In recent years, many a performer has toed the government's line, and last year saw the notorious "Bollywood-Modi selfie", where prominent actors and film-makers surrounded the prime minister, all smiles—apolitical stances set aside for a photo-op ahead of an election campaign. The selfie, which featured Karan Johar, Alia Bhatt, Ranbir Kapoor and Rohit Shetty, among others, was shot by Padukone's husband on 10 January 2019.
She wasn't in that picture, and this January she gave us a braver one.
So much of what our public figures do is so carefully orchestrated that cynicism is understandable, yet calling Padukone's stance a publicity stunt is a particularly childish accusation. True, her film Chhapaak had very little commercial buzz prior to the JNU appearance, and faces tough competition alongside very hyped and very masculine films Tanhaji and Darbar, but the actor has more to lose than gain: Chhapaak is the first film she has produced, and any sort of violent protests at theatres will severely affect the relatively modest production; merely taking an actual stance may alienate film-makers and studios ever-eager to play it safe; and politicians may discourage producers from casting Padukone.
Twitter has, predictably, exploded with calls to boycott the many products she endorses. The Print has reported that a promo video Padukone made for a governmental "Skill India" initiative has already been dropped by the skill development ministry.
Padukone is one of the highest paid actresses in the country. In 2018, Forbes listed her as the top earning female celebrity in India, with estimated earnings of ₹112 crore. Her active endorsements include Tissot, Maybelline and Coca-Cola. After Chhappak her next production is '83, a film about India's 1983 cricket World Cup win.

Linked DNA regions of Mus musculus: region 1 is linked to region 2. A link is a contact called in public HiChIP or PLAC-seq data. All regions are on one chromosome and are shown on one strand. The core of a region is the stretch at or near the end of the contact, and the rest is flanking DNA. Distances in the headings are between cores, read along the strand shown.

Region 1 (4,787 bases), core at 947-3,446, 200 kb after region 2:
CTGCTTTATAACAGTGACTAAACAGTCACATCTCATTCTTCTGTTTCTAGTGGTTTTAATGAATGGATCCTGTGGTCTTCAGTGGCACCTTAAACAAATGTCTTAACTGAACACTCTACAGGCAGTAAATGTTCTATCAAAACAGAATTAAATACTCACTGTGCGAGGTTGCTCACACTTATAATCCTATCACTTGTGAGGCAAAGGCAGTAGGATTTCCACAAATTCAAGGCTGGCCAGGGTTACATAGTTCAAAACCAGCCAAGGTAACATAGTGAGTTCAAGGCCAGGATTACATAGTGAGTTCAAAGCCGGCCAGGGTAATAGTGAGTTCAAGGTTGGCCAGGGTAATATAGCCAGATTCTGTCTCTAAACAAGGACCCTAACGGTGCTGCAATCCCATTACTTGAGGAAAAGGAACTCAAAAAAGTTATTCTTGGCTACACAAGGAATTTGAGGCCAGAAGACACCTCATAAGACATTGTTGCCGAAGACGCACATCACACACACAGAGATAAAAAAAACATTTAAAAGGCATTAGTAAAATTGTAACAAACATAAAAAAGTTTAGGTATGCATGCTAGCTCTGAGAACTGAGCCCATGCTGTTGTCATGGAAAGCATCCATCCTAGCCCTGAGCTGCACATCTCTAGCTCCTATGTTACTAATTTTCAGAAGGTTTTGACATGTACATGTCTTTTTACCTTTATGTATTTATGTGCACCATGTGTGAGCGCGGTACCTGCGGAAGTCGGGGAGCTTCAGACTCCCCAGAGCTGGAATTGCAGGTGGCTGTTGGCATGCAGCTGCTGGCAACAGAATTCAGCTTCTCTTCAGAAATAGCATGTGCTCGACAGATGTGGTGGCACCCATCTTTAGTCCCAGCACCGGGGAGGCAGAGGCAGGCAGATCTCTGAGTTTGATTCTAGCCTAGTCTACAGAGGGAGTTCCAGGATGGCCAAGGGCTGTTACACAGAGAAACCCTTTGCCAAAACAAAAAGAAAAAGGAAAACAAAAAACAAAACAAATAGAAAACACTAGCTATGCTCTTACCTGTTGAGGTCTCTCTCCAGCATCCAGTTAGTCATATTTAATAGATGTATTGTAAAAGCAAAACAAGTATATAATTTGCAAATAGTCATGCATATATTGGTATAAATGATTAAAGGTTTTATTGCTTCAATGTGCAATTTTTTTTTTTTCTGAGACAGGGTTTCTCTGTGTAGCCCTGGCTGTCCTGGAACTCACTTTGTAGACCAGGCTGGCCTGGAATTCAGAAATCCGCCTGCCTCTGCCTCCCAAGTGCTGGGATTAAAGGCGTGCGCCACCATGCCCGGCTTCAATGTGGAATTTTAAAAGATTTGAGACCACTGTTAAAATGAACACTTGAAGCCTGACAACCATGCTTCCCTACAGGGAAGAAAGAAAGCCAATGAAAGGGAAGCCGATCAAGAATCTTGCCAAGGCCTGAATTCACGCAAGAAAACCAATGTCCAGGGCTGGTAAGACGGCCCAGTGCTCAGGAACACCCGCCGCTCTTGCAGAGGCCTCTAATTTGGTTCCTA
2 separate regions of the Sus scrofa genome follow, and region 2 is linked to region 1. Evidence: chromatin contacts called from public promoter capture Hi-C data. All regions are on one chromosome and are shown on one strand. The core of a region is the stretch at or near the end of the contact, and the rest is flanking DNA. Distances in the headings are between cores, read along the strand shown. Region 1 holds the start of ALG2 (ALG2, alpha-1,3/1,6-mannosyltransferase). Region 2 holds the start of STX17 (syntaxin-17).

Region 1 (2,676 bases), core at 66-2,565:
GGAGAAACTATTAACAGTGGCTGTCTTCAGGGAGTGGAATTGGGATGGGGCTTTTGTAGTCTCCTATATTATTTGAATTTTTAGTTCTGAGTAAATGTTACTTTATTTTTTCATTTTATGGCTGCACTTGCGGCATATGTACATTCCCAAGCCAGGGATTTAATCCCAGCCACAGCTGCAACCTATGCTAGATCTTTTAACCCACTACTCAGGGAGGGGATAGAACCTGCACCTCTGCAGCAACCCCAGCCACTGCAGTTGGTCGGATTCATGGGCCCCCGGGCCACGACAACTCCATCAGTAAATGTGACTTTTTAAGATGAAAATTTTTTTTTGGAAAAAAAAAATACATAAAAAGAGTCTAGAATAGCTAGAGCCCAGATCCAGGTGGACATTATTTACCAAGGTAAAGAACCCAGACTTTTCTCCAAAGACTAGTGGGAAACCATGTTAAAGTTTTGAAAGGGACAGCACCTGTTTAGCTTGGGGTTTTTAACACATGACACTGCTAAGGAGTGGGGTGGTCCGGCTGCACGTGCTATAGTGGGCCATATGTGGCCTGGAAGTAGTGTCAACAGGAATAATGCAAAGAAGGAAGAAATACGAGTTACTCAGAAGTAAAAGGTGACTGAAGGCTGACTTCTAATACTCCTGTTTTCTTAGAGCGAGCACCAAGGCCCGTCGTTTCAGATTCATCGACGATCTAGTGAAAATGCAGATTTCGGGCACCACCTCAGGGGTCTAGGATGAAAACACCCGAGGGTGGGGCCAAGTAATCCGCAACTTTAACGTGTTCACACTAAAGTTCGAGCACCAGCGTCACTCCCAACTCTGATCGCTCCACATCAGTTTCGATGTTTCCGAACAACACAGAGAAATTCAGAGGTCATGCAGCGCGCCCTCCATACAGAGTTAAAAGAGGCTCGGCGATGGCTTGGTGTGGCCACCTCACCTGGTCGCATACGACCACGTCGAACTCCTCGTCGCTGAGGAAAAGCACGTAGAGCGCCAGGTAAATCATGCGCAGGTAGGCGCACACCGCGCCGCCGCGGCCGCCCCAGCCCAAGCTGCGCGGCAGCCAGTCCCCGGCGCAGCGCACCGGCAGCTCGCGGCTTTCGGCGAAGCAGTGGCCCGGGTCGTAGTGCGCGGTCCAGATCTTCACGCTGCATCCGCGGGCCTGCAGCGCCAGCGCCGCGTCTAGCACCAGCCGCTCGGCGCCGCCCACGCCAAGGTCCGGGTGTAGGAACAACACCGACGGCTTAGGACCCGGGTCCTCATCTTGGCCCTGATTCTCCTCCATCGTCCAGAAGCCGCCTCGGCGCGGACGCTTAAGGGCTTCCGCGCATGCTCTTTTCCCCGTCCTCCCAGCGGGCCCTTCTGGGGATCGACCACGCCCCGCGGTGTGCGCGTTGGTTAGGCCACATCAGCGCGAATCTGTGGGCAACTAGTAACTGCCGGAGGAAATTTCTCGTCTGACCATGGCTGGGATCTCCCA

Some voices from the film industry have been loud from the start. Swara Bhasker has long been leading the charge against intolerance, and Anurag Kashyap has returned to Twitter now, to battle misinformation and trolls—he has even been tweeting in Hindi so as to reach a greater audience. The two have been strident and relentless, and the brigade of actors and film-makers showing up at protests is growing: Anubhav Sinha, Farhan Akhtar, Vishal Bhardwaj, Zoya Akhtar, Taapsee Pannu.
They may not include the Khans, Bachchans or Kapoors, but they cut an infinitely more impressive figure than members of the fraternity who met Union minister Piyush Goyal to "discuss" the CAA at a five-star hotel in Mumbai on 5 January. Some appeared in a pro-CAA clip, summed up a pithy Hindustan Times headline: "BJP rounds up former Bigg Boss contestants for endorsement video."
Slowly, surely, the tide of public opinion is turning. Salman Khan's Dabangg 3, which released on 20 December, underperformed massively at the box office. Khan's fans have traditionally seemed to care little about cinematic quality, so a failure from this successful franchise may well be linked to Khan's silence not going down well with his fans, a demographic that includes a massive Muslim following.
Audiences are becoming vociferous about their disappointment with those silent, or those on the other side. Keeping mum may not be the safest option any more, not when people appear to have taken off their blinkers. Sonakshi Sinha, who starred opposite Khan in Dabangg 3, applauded Padukone on Twitter "for showing up, and all those who spoke for speaking up. This is not the time to stay quiet."
For me, the wisest thing Padukone did in JNU was to not say a word. Making a speech may have exposed her to allegations of hijacking a student movement, saying something ill-informed would have led to ridicule, and directly taking sides may have proved too catastrophic for a figure as public—especially when standing behind these young rebels carries such weight.
The industry has applauded her strongly, with many fence-sitters coming forward. Perhaps our so-called heroes will now discover their own voices. As ever, Deepika Padukone's silent moments are her most iconic. At a time when we need icons to cheer, this leading lady is proving to be a lady who leads.